Pandemic making teachers adapt to new teaching plan


Samantha Freeman

Due to the COVID-19 pandemic, Coppell High School teachers begin the 2020-21 school year with virtual teaching, starting on Aug. 17. The unfamiliar format required extra preparation and continuous planning from teachers, many of whom are concerned about building relationships with students. Graphic by Samantha Freeman

Tracy Tran, Photo Assignment Editor

“The reason I became a teacher is because I love kids,” Coppell High School calculus teacher Suzanne Black said. “[I also love] the relationship that I build with kids and hanging out with them during the day, and not having that, it just feels so mechanical. Teachers do not become teachers to do all the work we’re doing right now. This is going to change education forever and will never be the same.”

Following the Texas Education Agency’s (TEA) guidelines, CHS teachers started the 2020-21 school year remotely on Aug. 17. For the first nine weeks, Coppell ISD gave its students the option to study virtually or return on campus on Sept. 8.

After 24 years at CHS, Black never expected to end her teaching career during a pandemic. Black said she is retiring from education at the end of the school year.

“I’ve never thought that it would end in this situation,” Black said. “What I hope happens is this first semester is going to be rough and coronavirus will go away. It’s just a really weird way to start the school but it’s going to be OK because that’s what we do at CHS. ‘Cowboy fight never dies.’ We will stay together and make it work.”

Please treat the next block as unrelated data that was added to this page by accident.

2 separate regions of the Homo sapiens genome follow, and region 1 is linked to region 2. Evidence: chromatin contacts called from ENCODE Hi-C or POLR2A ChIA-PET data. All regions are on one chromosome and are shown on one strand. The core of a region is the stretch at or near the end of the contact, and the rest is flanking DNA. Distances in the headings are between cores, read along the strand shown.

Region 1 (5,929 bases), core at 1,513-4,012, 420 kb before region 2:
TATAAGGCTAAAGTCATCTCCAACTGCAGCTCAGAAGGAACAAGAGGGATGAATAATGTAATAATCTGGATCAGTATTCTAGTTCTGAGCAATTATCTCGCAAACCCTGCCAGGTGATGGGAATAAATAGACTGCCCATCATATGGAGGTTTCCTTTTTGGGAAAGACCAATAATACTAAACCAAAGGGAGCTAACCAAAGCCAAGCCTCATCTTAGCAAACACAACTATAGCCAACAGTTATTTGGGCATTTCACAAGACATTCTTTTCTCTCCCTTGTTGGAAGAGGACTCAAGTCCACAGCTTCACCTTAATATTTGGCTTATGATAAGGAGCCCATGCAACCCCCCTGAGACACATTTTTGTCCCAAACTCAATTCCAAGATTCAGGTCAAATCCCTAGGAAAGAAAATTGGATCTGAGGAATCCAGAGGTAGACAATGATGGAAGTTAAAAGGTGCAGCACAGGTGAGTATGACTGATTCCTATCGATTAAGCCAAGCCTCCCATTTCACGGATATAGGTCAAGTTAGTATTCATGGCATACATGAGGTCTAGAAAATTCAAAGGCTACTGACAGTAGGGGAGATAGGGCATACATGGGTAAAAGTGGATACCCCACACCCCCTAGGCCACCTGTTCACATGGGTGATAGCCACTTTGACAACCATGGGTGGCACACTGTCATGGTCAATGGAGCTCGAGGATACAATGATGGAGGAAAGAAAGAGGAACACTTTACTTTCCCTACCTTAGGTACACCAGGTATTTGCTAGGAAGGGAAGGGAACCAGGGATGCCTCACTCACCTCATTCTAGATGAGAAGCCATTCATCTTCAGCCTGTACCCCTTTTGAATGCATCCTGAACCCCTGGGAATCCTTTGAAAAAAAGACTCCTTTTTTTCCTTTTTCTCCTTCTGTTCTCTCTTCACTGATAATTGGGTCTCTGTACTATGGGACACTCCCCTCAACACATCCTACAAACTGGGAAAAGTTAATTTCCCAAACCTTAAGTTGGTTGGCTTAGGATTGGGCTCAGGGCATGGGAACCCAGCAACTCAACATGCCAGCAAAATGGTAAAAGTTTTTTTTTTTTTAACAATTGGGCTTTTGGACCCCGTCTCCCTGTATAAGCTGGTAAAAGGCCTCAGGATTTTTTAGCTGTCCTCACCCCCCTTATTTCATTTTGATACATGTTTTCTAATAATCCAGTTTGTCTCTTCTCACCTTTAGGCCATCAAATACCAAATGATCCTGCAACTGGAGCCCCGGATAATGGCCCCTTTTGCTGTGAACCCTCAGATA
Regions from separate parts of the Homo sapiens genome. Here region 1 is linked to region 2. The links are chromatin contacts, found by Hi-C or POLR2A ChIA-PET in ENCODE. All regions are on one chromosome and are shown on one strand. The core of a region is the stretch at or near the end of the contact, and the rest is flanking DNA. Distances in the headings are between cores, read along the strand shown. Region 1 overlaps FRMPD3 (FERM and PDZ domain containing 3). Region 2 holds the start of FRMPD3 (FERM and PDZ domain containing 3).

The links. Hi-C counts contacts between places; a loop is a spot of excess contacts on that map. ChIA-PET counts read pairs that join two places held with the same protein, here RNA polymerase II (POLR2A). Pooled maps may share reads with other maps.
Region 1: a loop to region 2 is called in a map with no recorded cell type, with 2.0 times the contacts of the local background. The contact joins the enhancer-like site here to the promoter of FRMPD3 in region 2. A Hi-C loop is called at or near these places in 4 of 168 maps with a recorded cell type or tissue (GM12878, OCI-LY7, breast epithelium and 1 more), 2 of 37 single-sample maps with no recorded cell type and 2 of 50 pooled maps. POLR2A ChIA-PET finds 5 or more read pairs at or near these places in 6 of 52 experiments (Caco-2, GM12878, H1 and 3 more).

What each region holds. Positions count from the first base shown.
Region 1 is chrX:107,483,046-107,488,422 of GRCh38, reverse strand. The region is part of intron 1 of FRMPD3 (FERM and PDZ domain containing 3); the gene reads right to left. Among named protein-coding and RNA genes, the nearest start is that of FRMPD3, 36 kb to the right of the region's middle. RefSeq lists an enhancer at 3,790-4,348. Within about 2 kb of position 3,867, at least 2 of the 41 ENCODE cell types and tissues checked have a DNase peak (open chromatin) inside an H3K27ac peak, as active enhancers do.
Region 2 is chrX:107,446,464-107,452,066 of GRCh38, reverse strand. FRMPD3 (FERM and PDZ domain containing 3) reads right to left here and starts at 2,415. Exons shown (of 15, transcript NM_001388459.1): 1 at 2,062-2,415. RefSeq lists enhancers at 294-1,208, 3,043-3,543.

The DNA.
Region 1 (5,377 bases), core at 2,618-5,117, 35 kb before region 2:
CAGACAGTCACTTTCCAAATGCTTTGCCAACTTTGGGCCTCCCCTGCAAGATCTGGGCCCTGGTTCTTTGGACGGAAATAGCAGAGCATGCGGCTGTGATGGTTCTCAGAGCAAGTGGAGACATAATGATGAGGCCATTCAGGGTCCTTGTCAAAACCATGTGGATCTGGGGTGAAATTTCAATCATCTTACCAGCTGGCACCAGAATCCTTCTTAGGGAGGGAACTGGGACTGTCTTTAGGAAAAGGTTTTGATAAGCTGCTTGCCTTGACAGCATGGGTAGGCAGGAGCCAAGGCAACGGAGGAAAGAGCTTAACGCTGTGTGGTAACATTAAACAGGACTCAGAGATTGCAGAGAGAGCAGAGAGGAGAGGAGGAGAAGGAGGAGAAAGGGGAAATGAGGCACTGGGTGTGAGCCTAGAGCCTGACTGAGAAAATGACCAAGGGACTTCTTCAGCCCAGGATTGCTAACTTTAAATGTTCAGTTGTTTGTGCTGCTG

Over the summer, CHS departments have been working with the district and Principal Laura Springer to prepare for the new school year. Teachers nationwide are sharing their teaching plans and suggestions on social media platforms.

“I have been reading a lot of articles and [watching] a lot of videos from experts in ways of making relationships with students,” CHS chemistry teacher Sorelle Kimball said. 

The curriculum will be the same for both in-person and virtual classes, so returning teachers, such as CHS IB math teacher Karie Kosh, can utilize prepared materials from past years.

“I’m so glad I’m a returning teacher [at CHS],” Kosh said. “I’ve heard that you don’t know the course until you’ve taught it three times and so there’s something about teaching that material. The first time you don’t know what you do. The second time you kind of figure it out. The third time, you can start fine-tuning it.”

For the chemistry department, lab replacement options are being considered. One of the most common solutions is that students can take data from recorded videos and make lab reports based on the lab work performed by teachers.

Despite the circumstances and extra preparation, CHS teachers are excited for the new school year.

“There are a lot of nerves right now from students, parents, teachers,” CHS IB English teacher Stephanie Spaete said. “Everyone is unsure of the situation. As teachers, we have the students in our minds and in our hearts. We’re dedicated to helping you guys succeed so it’s going to be a good year.”

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